Soma Bana,a drink used by ancient Indians during Rituals is an intoxicating drink.
Attempts have been made to differentiate between SomaBana and Sura Bana,by saying while Soma Bana is not intoxicating,while the Sura Bana is intoxicating.
This,to me ,seems an attempt to portray that ancient Indians did not use intoxicants .
This is not correct.
In the Vedas, the same word (soma) is used for the drink, the plant, and its deity. Drinking soma produces immortality (Amrita, Rigveda 8.48.3). Indra and Agni are portrayed as consuming soma in copious quantities. The consumption of soma by human beings is well attested in Vedic ritual.
The Rigveda (8.48.3) says:
- a ápāma sómam amŕtā abhūmâganma jyótir ávidāma devân
- c kíṃ nūnám asmân kṛṇavad árātiḥ kím u dhūrtír amṛta mártyasya
Ralph T.H. Griffith translates this as:
- We have drunk soma and become immortal; we have attained the light, the Gods discovered.
- Now what may foeman’s malice do to harm us? What, O Immortal, mortal man’s deception?
Swami Dayanand Saraswati translates it as:
- Som (good fruit containing food not any intoxicating drink) apama (we drink you)
- amŕtā abhūmâ (you are elixir of life) jyótir âganma (achieve physical strength or light of god)
- ávidāma devân (achieve control over senses);
- kíṃ nūnám asmân kṛṇavad árātiḥ (in this situation, what our internal enemy can do to me)
- kím u dhūrtír amṛta mártyasya (god, what even violent people can do to me)’
- Be that as it may,evidence has been forthcoming there was such a drink and it was used by Zorastrians and Hindus in Rituals.
Soma (Sanskrit: soma) or haoma (Avestan), which is a corruption of the sanskrit word soma, was a Vedic ritual drink of importance among the early Indians. It is mentioned in the Rigveda, particularly in the Soma Mandala. In the Avestan literature, haoma has the entire Yasht 20 and Yasna 9-11 dedicated to it.’
Scientists from the Russian Academy of Sciences have found archeological evidence that Soma Bana was used indeed by both ancient Indians and Persians.
And they have deduced that the Som Drink was prepared from Mushrooms.
One of the most mysterious drinks in the history of tipple is Soma – a drink of ritual importance to the ancient Indians. Drinking Soma was supposed to confer immortality, with the two leading gods Indra and Agni portrayed as consuming it in copious quantities.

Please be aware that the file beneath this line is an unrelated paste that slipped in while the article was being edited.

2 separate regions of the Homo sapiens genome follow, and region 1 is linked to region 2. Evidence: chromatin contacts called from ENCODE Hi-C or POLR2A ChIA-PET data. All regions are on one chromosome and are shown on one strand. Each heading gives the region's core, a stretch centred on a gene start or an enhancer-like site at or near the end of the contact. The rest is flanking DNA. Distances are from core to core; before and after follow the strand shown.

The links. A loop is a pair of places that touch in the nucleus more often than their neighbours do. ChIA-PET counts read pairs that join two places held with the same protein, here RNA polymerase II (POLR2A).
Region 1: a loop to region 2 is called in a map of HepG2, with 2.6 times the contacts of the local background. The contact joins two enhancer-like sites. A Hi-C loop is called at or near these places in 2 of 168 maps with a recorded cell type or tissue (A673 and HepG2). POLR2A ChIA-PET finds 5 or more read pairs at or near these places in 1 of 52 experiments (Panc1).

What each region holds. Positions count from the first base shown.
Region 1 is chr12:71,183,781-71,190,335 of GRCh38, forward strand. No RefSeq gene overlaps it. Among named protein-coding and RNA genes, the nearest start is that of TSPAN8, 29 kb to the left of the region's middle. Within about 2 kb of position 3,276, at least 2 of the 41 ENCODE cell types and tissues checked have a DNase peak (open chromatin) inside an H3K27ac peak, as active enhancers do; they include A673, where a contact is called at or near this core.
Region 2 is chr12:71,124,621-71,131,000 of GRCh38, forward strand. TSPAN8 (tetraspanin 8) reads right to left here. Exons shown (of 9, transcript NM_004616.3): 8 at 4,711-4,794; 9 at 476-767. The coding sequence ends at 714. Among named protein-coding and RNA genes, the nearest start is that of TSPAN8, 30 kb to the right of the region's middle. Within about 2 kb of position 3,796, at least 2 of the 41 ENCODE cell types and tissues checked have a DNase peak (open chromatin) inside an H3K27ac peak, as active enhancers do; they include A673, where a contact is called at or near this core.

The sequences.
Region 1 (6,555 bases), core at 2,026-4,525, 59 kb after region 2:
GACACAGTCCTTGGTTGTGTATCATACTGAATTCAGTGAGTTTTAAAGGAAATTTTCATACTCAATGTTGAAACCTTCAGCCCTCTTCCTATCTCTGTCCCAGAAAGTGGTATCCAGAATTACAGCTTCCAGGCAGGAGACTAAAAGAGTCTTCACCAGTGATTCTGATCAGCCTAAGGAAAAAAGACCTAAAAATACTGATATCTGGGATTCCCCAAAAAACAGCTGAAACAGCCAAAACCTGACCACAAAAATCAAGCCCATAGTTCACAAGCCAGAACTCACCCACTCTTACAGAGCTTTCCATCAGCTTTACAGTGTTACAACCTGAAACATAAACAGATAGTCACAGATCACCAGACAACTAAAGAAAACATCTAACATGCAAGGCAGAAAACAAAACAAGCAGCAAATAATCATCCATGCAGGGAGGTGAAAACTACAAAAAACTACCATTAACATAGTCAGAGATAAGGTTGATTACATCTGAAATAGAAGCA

The consumption of Soma by ordinary humans is attested in Vedic ritual. The Rig Veda, which was composed more than 5000 year ago, says: “We drank soma, we became immortal, we came to the light, we found gods.” The Iranians call it Hoama in the sacred Avesta…
Although the descendants of the ancient Hindus and Zoroastrians continue to perform their age-old rituals, the identity of the plant from which Soma was extracted or fermented was lost.
Non-psychoactive substitutes came to be used in place of the elusive Soma. Over the past 200 years, a number of candidates have been put forward, including cannabis, rhubarb, ginseng, opium and wild chicory….
Russian archaeologists may have solved the puzzle. In 2009, while digging at a deep burial chamber in the forests of Mongolia, a Russian-Mongolian expedition from the Institute of Archaeology and Ethnography, Siberian Branch of the Russian Academy of Sciences (SB RAS) discovered embroidered woollen textiles dating back two millennia.
Russia and India.u
Although the archaeologists’ work is not yet complete, the first fragments restored have revealed some stunning facts. The fragments of the textile found were parts of a carpet composed of several cloths of dark-red woollen fabric.
It had made quite a journey – the cloth was spun in Syria or Palestine, embroidered in north-western India and ended up in Mongolia. The discovery is nothing less than miraculous because of its improbability.
Natalia V. Polosmak, Chief Researcher, SB RAS, writes: “Finding it 2000 years later is a pure chance; its amazingly good condition is almost a miracle. How it made its way to the grave of a person it was not meant for will long, if not forever, remain a mystery.”
The embroidery depicts an ancient Zoroastrian ceremony centred around a mushroom. In the middle of the composition, to the left of the altar is the king or priest, who is dressed in a smart, long embroidered kaftan gaping open at the bottom. He is focused on the mushroom in his hands.
Polosmak says the “divine mushroom” resembles the well-known psychoactive species psilocybe cubensis. “The weight of evidence suggests that soma, the ancient ritual drink, has been prepared from the mushrooms of family strophariaceae which contains the unique nervous system stimulator psilocybin.”
All researchers agree that ancient Indians and Iranians used for cult purposes a drink containing a psychoactive substance. The debate is about the identity of the drink and how it affected the consciousness of those who consumed it.’
Though there are other plants from which the Soma Drink is believed to have been extracted,the Mushroom seems to be the best candidate.
References and citations.
Featured image credir.aumstar.com